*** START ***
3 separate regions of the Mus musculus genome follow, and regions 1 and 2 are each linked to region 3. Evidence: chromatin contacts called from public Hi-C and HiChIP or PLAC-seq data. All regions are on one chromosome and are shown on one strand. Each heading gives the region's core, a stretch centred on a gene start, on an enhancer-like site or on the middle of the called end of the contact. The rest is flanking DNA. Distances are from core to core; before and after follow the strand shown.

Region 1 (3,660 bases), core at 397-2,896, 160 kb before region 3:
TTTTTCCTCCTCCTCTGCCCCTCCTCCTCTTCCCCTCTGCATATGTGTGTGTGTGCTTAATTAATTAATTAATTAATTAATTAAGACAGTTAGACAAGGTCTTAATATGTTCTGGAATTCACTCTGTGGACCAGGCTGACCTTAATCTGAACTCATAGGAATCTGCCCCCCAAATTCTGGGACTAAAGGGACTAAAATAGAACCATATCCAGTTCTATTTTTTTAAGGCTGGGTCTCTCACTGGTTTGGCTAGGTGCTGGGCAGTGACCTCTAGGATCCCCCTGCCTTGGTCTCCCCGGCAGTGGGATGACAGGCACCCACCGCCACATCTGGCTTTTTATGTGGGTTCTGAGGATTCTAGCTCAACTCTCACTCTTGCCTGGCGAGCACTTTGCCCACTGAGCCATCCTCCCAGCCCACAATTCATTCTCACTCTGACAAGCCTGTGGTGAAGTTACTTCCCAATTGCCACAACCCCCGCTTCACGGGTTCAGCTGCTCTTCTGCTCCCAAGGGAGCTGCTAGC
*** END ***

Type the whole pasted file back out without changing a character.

3 separate regions of the Mus musculus genome follow, and regions 1 and 2 are each linked to region 3. Evidence: chromatin contacts called from public Hi-C and HiChIP or PLAC-seq data. All regions are on one chromosome and are shown on one strand. Each heading gives the region's core, a stretch centred on a gene start, on an enhancer-like site or on the middle of the called end of the contact. The rest is flanking DNA. Distances are from core to core; before and after follow the strand shown.

Region 1 (3,660 bases), core at 397-2,896, 160 kb before region 3:
TTTTTCCTCCTCCTCTGCCCCTCCTCCTCTTCCCCTCTGCATATGTGTGTGTGTGCTTAATTAATTAATTAATTAATTAATTAAGACAGTTAGACAAGGTCTTAATATGTTCTGGAATTCACTCTGTGGACCAGGCTGACCTTAATCTGAACTCATAGGAATCTGCCCCCCAAATTCTGGGACTAAAGGGACTAAAATAGAACCATATCCAGTTCTATTTTTTTAAGGCTGGGTCTCTCACTGGTTTGGCTAGGTGCTGGGCAGTGACCTCTAGGATCCCCCTGCCTTGGTCTCCCCGGCAGTGGGATGACAGGCACCCACCGCCACATCTGGCTTTTTATGTGGGTTCTGAGGATTCTAGCTCAACTCTCACTCTTGCCTGGCGAGCACTTTGCCCACTGAGCCATCCTCCCAGCCCACAATTCATTCTCACTCTGACAAGCCTGTGGTGAAGTTACTTCCCAATTGCCACAACCCCCGCTTCACGGGTTCAGCTGCTCTTCTGCTCCCAAGGGAGCTGCTAGC